FCC Frees Up Spectrum for Mobile Broadband

The Federal Communications Commission took up issues relating to wireless spectrum at its monthly meeting today, voting to initiate a pair of rulemaking proceedings as it continues work to free up more sections of the airwaves for robust wireless broadband service.

By unanimous votes, the FCC opened proceedings to consider a proposal by Dish Network to reallocate a 40 MHz of spectrum currently licensed for satellite usage to wireless service, and a framework to achieve mobile device interoperability in a key portion of the airwaves while guarding against interference.

The latter issue, concerning the 700 MHz band of spectrum, has broadly pitted rural carriers against AT&T and Verizon, with the smaller firms arguing that their larger rivals have used their market clout to prevent certain devices from operating on all networks within that spectrum.

The Rural Carrier Association (RCA) hailed the FCC's move for its potential to level the playing field with large incumbents, which have argued that past device interoperability proposals would not shield their networks from interference, a standoff that prompted the FCC's regulatory intervention.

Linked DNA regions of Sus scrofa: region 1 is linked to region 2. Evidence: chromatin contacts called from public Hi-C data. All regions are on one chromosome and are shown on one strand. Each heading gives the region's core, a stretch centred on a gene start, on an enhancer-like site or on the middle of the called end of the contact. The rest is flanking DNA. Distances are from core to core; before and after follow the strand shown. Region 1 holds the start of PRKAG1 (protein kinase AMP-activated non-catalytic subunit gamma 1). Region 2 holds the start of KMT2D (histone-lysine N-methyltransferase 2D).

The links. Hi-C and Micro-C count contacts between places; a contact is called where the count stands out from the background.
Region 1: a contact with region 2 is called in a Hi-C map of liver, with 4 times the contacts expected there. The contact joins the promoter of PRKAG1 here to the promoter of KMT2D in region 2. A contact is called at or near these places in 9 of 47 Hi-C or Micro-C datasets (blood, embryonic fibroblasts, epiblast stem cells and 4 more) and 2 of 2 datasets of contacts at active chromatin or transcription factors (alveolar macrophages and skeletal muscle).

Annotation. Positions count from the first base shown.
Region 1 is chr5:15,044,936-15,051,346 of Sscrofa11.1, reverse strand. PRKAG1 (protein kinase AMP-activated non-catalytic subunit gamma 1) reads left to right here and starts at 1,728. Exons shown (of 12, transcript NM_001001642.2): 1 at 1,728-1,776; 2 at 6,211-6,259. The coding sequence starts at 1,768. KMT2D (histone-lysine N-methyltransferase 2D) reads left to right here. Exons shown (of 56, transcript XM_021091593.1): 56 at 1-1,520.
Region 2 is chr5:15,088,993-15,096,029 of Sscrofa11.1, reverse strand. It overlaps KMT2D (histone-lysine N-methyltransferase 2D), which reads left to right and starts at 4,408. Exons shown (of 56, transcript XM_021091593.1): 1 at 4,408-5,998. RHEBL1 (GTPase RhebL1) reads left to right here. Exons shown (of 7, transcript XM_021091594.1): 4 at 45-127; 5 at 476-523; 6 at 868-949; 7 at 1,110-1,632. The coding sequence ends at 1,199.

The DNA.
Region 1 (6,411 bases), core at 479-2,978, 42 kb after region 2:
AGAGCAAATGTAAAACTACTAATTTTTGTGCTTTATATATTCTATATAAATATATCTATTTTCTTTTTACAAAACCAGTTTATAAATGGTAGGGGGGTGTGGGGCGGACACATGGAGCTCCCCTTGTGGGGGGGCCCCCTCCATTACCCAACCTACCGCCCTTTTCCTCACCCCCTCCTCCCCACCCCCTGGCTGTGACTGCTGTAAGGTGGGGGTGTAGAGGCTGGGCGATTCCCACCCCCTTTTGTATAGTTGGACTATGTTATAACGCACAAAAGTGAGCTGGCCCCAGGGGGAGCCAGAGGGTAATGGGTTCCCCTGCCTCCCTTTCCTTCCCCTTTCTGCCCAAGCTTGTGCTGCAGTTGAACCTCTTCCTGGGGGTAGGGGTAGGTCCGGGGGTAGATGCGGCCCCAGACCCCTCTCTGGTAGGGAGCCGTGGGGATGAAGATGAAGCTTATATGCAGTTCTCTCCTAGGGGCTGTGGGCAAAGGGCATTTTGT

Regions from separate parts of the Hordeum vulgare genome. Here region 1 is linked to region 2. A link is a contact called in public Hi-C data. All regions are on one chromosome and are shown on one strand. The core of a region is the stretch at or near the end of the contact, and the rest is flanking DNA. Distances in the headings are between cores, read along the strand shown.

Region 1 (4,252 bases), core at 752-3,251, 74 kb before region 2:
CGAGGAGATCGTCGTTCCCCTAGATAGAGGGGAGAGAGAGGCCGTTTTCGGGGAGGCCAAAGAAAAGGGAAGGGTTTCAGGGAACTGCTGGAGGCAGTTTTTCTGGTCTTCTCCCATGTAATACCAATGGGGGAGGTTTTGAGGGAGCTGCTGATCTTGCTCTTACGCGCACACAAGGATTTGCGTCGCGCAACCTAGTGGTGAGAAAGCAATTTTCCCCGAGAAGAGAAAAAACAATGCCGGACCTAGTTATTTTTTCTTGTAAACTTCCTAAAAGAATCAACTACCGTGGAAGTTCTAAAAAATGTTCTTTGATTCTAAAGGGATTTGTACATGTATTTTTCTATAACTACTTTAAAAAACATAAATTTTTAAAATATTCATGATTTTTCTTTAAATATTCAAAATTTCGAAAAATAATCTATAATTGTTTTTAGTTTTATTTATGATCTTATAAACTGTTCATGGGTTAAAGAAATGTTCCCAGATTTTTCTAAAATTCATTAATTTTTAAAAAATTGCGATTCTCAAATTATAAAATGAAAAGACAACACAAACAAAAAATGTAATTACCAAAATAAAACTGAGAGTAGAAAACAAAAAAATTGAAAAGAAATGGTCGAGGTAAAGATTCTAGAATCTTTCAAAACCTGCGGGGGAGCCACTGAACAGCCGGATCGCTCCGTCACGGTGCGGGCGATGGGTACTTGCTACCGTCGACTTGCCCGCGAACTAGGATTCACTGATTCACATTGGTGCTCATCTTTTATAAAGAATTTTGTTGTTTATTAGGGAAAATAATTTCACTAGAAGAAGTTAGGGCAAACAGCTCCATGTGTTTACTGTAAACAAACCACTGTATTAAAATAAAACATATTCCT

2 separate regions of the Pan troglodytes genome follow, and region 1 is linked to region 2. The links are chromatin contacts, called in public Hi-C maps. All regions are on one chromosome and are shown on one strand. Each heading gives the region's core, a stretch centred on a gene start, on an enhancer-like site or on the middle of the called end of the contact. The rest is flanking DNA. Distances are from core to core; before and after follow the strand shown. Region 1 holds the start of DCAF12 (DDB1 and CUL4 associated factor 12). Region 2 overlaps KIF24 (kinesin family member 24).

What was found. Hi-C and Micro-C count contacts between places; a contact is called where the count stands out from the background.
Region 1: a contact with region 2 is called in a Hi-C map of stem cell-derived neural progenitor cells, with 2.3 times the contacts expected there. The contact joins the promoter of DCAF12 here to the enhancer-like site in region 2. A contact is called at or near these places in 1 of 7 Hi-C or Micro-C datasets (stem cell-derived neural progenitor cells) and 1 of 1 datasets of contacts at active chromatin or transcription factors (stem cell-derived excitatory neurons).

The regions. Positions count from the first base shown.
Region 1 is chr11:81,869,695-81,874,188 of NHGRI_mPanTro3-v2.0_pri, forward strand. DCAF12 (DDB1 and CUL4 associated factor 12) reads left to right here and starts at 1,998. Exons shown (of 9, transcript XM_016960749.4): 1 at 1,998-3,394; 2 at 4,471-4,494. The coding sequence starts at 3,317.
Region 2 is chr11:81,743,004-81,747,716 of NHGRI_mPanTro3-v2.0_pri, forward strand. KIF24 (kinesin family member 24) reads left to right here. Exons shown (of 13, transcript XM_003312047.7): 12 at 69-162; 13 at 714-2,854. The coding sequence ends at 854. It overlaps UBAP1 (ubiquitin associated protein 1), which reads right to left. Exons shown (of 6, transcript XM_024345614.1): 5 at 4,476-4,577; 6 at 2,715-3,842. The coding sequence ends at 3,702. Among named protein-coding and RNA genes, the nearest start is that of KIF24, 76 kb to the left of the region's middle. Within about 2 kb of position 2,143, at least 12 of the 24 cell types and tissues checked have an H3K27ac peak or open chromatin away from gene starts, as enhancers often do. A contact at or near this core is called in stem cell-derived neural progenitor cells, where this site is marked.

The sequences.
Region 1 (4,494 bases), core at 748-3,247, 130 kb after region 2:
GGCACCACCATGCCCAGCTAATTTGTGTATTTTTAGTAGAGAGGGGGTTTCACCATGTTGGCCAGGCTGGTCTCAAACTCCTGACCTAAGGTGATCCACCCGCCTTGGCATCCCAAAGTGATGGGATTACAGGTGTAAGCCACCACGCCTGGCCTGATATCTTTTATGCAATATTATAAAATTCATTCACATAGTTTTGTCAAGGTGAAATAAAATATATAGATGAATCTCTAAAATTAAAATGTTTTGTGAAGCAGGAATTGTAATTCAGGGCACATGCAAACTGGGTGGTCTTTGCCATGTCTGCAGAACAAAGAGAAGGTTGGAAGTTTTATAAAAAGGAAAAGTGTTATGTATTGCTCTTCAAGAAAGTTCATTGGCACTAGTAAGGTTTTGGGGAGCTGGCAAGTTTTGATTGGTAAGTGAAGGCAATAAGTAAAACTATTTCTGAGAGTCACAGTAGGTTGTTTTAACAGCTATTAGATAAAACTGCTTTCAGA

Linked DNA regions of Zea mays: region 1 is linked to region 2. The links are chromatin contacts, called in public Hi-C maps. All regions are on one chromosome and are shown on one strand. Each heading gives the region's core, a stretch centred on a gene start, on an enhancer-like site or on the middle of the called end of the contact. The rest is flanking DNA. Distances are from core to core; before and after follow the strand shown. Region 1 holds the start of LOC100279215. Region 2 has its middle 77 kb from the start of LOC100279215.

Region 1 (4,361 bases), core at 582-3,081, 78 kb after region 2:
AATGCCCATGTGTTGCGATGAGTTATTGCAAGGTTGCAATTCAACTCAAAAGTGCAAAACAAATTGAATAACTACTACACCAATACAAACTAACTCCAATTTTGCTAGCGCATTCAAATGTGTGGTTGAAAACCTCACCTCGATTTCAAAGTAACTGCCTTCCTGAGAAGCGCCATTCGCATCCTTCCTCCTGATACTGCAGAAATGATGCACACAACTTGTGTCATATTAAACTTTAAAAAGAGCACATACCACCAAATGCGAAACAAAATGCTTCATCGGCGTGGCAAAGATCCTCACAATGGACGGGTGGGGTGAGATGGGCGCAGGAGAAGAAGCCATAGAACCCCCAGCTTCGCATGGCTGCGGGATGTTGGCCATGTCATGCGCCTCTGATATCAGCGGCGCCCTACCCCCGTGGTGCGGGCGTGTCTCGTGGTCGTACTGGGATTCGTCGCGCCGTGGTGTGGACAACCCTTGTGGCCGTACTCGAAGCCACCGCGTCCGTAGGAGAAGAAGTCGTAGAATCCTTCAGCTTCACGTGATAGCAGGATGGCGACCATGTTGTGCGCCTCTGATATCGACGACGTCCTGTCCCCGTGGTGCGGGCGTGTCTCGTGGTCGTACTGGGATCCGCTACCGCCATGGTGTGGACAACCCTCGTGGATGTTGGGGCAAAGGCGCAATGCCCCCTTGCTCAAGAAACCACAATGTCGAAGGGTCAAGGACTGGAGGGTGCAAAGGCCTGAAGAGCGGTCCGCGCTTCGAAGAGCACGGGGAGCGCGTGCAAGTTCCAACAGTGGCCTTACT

"Many RCA members own spectrum in the lower 700 MHz spectrum but are unable to build out their networks and compete with others moving to 4G/LTE because of a lack of interoperability," Steven Berry, the trade group's president and CEO, said in a statement. "The sooner this is resolved, the faster customers all across the country will have access to 4G/LTE devices and services."